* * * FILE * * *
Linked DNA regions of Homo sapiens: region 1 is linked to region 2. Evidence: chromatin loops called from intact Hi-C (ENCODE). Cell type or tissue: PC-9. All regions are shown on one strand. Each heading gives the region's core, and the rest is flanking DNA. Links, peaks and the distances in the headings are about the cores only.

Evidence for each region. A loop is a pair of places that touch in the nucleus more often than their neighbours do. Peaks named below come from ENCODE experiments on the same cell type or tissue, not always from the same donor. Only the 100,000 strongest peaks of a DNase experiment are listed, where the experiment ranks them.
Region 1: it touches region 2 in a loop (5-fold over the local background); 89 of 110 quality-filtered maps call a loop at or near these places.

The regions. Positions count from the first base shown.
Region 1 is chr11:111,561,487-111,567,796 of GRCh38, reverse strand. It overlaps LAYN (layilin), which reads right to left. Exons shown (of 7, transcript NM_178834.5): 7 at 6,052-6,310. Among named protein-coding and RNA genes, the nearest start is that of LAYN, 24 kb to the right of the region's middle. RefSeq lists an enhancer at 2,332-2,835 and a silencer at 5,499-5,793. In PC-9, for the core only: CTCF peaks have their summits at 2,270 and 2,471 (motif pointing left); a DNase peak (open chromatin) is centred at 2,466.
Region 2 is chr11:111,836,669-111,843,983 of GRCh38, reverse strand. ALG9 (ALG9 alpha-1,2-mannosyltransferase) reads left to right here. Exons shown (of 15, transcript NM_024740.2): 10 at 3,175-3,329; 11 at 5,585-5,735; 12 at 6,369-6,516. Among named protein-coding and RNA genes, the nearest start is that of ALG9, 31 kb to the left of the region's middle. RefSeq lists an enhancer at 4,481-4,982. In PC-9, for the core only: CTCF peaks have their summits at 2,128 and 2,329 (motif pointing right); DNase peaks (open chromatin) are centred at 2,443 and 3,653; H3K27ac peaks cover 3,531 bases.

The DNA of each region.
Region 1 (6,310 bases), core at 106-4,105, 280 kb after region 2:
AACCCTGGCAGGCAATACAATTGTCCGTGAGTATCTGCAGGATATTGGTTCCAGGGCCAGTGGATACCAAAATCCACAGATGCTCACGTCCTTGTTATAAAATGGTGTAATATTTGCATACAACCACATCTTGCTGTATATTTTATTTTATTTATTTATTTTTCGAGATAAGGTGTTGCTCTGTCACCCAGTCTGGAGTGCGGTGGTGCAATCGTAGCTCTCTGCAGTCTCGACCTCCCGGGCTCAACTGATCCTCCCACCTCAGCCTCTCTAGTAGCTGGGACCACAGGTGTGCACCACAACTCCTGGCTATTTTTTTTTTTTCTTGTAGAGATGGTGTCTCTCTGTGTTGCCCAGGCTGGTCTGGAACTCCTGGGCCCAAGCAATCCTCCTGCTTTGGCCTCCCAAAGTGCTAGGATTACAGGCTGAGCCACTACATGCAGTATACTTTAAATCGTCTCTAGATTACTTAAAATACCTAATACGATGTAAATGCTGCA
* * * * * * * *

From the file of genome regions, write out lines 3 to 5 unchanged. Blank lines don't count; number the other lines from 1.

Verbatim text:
Region 1: it touches region 2 in a loop (5-fold over the local background); 89 of 110 quality-filtered maps call a loop at or near these places.

The regions. Positions count from the first base shown.
Region 1 is chr11:111,561,487-111,567,796 of GRCh38, reverse strand. It overlaps LAYN (layilin), which reads right to left. Exons shown (of 7, transcript NM_178834.5): 7 at 6,052-6,310. Among named protein-coding and RNA genes, the nearest start is that of LAYN, 24 kb to the right of the region's middle. RefSeq lists an enhancer at 2,332-2,835 and a silencer at 5,499-5,793. In PC-9, for the core only: CTCF peaks have their summits at 2,270 and 2,471 (motif pointing left); a DNase peak (open chromatin) is centred at 2,466.